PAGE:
The original indication for cervical cerclage, as devised more than 50 years ago, included both historical and contemporaneous findings:
- 1) a history of second-trimester loss involving painless cervical dilatation in the absence of infection, bleeding, amniorrhexis, and fetal demise
- 2) asymptomatic cervical changes in the current pregnancy.
Although our understanding of cervical insufficiency has undergone many revisions and reinterpretations in the intervening years, we still lack an accepted diagnostic test or proven criteria for diagnosis. Cerclage is placed in 1% of all pregnancies in the United States, but there is no consensus on indications, and the effectiveness is still a matter of debate.1 Cerclage placement based on ultrasonographic (US) measurement of cervical length has been proposed as the solution to this clinical quagmire, in the wake of evidence suggesting that cervical length may act as a surrogate for cervical competence.
A patient-level meta-analysis of four randomized trials of cervical cerclage, published in 2005, reconfirmed the original indication for cerclage. In women who had a cervical length below 25 mm, cerclage reduced the rate of preterm birth at less than 35 weeks’ gestation only if they had a history of preterm birth.2 This finding prompted the question: Would such women represent a truly homogeneous population in terms of therapeutic response to cerclage?
The Owen trial attempts to answer this specific question.
Details of the trial
Women who had a cervix shorter than 25 mm and a history of preterm birth and who were pregnant with a singleton gestation were eligible. Candidates for elective cerclage based on history, or for emergency cerclage based on cervical dilatation of at least 2 cm with visible membranes, were excluded from the study—possibly reducing the generalizability of the findings.
For the remaining 302 participants, cerclage appeared to have an overall benefit when survival analysis took the duration of gestation into consideration. But only women who had a cervical length below 15 mm had a significant reduction in the primary outcome (preterm birth at less than 35 weeks’ gestation) with cerclage. These results are somewhat reminiscent of the findings of a randomized comparison of cerclage and 17α-hydroxyprogesterone caproate in women who had a short cervix (measured by US), in which cerclage proved to be superior only when cervical length was less than 15 mm.3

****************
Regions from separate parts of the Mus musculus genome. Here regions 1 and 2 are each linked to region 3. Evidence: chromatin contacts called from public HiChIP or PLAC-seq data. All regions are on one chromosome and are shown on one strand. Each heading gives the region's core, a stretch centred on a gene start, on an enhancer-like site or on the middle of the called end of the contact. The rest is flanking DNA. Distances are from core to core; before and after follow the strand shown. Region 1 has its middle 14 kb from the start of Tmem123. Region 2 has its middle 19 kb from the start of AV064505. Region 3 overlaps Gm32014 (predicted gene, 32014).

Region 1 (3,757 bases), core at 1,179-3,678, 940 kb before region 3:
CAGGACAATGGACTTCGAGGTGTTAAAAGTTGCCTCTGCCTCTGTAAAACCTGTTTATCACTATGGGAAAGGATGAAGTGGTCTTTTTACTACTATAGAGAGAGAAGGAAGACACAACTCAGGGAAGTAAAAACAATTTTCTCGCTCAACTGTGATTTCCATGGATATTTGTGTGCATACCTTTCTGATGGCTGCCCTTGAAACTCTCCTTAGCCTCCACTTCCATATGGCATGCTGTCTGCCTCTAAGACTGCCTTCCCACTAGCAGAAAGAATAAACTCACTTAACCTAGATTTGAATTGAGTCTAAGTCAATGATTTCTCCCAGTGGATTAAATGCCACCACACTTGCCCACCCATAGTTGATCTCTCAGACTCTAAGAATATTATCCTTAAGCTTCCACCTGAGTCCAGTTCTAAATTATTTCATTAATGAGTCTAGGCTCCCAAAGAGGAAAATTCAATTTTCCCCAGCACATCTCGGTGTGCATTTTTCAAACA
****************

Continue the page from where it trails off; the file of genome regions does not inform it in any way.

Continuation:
Why the 15-mm cutoff isn’t definitive
Despite these findings, the 15-mm measurement cannot be assumed to be completely prescriptive because it was selected somewhat arbitrarily. Furthermore, it may be inadvisable to wait for cervical length to decrease below 15 mm. In pregnancies in which cervical length is below 5 mm, there is a significantly higher expression of intra-amniotic inflammation than in those in which cervical length is 6 to 25 mm, according to another recent study.4 Women who have a very short cervix may be far along the inflammatory cascade and may have already entered the irreversible phase of parturition, reducing the efficacy and even the advisability of cerclage. A positive fetal fibronectin test (as a marker of inflammation and choriodecidual disruption) and an increased level of interleukin-8 in cervical mucus reportedly identified a subgroup of women with a short cervix who would not benefit from cerclage—and who might even be harmed by it.5,6
Because preterm birth is such a complex disorder, it is unlikely that one intervention will be effective in all women—even within a certain stratum of cervical length. Rather, it may be necessary to identify subsets of pregnant women amenable to targeted or tailored intervention.
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Ultrasonographic surveillance of cervical length can provide you with useful information when a woman who has a history of spontaneous preterm birth at less than 34 weeks’ gestation is pregnant with a singleton gestation. Serial sonographic surveillance of cervical length may be conducted every 1 to 2 weeks, between 16 and 24 weeks’ gestation. This approach may help identify the candidate likely to benefit from cerclage and may prevent unnecessary surgical intervention in another. Do not place cerclage “just in case”; it may benefit some gravidas but harm others.
Emerging evidence appears to show that only women who have historical risk factors plus a short cervix (—ALEX C. VIDAEFF, MD, MPH